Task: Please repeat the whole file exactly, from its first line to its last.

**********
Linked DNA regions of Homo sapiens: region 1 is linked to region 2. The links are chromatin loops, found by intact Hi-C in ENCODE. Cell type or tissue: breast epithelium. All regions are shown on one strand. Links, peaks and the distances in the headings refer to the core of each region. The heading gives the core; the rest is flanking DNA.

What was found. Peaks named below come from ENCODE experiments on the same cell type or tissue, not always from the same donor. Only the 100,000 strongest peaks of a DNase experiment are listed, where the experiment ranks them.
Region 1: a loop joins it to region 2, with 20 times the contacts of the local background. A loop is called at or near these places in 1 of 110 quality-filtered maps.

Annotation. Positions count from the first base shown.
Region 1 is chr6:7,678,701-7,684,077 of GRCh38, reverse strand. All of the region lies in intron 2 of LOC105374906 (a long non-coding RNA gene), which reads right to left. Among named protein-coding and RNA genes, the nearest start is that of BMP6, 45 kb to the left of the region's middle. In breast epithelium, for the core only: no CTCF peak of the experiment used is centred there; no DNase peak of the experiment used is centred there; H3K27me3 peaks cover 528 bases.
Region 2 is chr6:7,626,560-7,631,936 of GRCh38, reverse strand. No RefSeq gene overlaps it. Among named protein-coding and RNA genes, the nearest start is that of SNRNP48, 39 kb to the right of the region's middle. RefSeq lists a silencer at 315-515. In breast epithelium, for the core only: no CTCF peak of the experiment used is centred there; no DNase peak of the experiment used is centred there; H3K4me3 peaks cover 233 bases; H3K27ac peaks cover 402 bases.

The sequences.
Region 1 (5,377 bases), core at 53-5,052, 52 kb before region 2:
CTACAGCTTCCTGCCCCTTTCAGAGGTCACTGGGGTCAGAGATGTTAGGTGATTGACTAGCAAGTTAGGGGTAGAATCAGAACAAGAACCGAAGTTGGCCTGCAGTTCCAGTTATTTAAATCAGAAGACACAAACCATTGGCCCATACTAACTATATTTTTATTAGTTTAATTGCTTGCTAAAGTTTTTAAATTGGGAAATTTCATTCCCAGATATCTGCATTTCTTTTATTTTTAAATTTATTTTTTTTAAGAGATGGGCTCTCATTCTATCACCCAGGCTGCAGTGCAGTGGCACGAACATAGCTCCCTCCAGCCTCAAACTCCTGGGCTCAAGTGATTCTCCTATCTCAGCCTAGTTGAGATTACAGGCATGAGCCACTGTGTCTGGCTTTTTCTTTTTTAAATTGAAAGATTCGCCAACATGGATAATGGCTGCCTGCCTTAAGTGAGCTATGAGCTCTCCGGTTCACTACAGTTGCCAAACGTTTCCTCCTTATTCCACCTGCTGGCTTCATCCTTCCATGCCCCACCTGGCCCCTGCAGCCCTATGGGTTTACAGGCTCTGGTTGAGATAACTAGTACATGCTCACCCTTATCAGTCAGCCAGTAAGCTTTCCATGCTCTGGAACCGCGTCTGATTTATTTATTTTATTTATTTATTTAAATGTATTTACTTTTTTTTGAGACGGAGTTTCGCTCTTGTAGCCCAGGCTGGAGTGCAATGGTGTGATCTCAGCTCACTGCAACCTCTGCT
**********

Linked DNA regions of Homo sapiens: region 1 is linked to region 2. The links are chromatin loops, found by intact Hi-C in ENCODE. Cell type or tissue: breast epithelium. All regions are shown on one strand. Links, peaks and the distances in the headings refer to the core of each region. The heading gives the core; the rest is flanking DNA.

What was found. Peaks named below come from ENCODE experiments on the same cell type or tissue, not always from the same donor. Only the 100,000 strongest peaks of a DNase experiment are listed, where the experiment ranks them.
Region 1: a loop joins it to region 2, with 20 times the contacts of the local background. A loop is called at or near these places in 1 of 110 quality-filtered maps.

Annotation. Positions count from the first base shown.
Region 1 is chr6:7,678,701-7,684,077 of GRCh38, reverse strand. All of the region lies in intron 2 of LOC105374906 (a long non-coding RNA gene), which reads right to left. Among named protein-coding and RNA genes, the nearest start is that of BMP6, 45 kb to the left of the region's middle. In breast epithelium, for the core only: no CTCF peak of the experiment used is centred there; no DNase peak of the experiment used is centred there; H3K27me3 peaks cover 528 bases.
Region 2 is chr6:7,626,560-7,631,936 of GRCh38, reverse strand. No RefSeq gene overlaps it. Among named protein-coding and RNA genes, the nearest start is that of SNRNP48, 39 kb to the right of the region's middle. RefSeq lists a silencer at 315-515. In breast epithelium, for the core only: no CTCF peak of the experiment used is centred there; no DNase peak of the experiment used is centred there; H3K4me3 peaks cover 233 bases; H3K27ac peaks cover 402 bases.

The sequences.
Region 1 (5,377 bases), core at 53-5,052, 52 kb before region 2:
CTACAGCTTCCTGCCCCTTTCAGAGGTCACTGGGGTCAGAGATGTTAGGTGATTGACTAGCAAGTTAGGGGTAGAATCAGAACAAGAACCGAAGTTGGCCTGCAGTTCCAGTTATTTAAATCAGAAGACACAAACCATTGGCCCATACTAACTATATTTTTATTAGTTTAATTGCTTGCTAAAGTTTTTAAATTGGGAAATTTCATTCCCAGATATCTGCATTTCTTTTATTTTTAAATTTATTTTTTTTAAGAGATGGGCTCTCATTCTATCACCCAGGCTGCAGTGCAGTGGCACGAACATAGCTCCCTCCAGCCTCAAACTCCTGGGCTCAAGTGATTCTCCTATCTCAGCCTAGTTGAGATTACAGGCATGAGCCACTGTGTCTGGCTTTTTCTTTTTTAAATTGAAAGATTCGCCAACATGGATAATGGCTGCCTGCCTTAAGTGAGCTATGAGCTCTCCGGTTCACTACAGTTGCCAAACGTTTCCTCCTTATTCCACCTGCTGGCTTCATCCTTCCATGCCCCACCTGGCCCCTGCAGCCCTATGGGTTTACAGGCTCTGGTTGAGATAACTAGTACATGCTCACCCTTATCAGTCAGCCAGTAAGCTTTCCATGCTCTGGAACCGCGTCTGATTTATTTATTTTATTTATTTATTTAAATGTATTTACTTTTTTTTGAGACGGAGTTTCGCTCTTGTAGCCCAGGCTGGAGTGCAATGGTGTGATCTCAGCTCACTGCAACCTCTGCT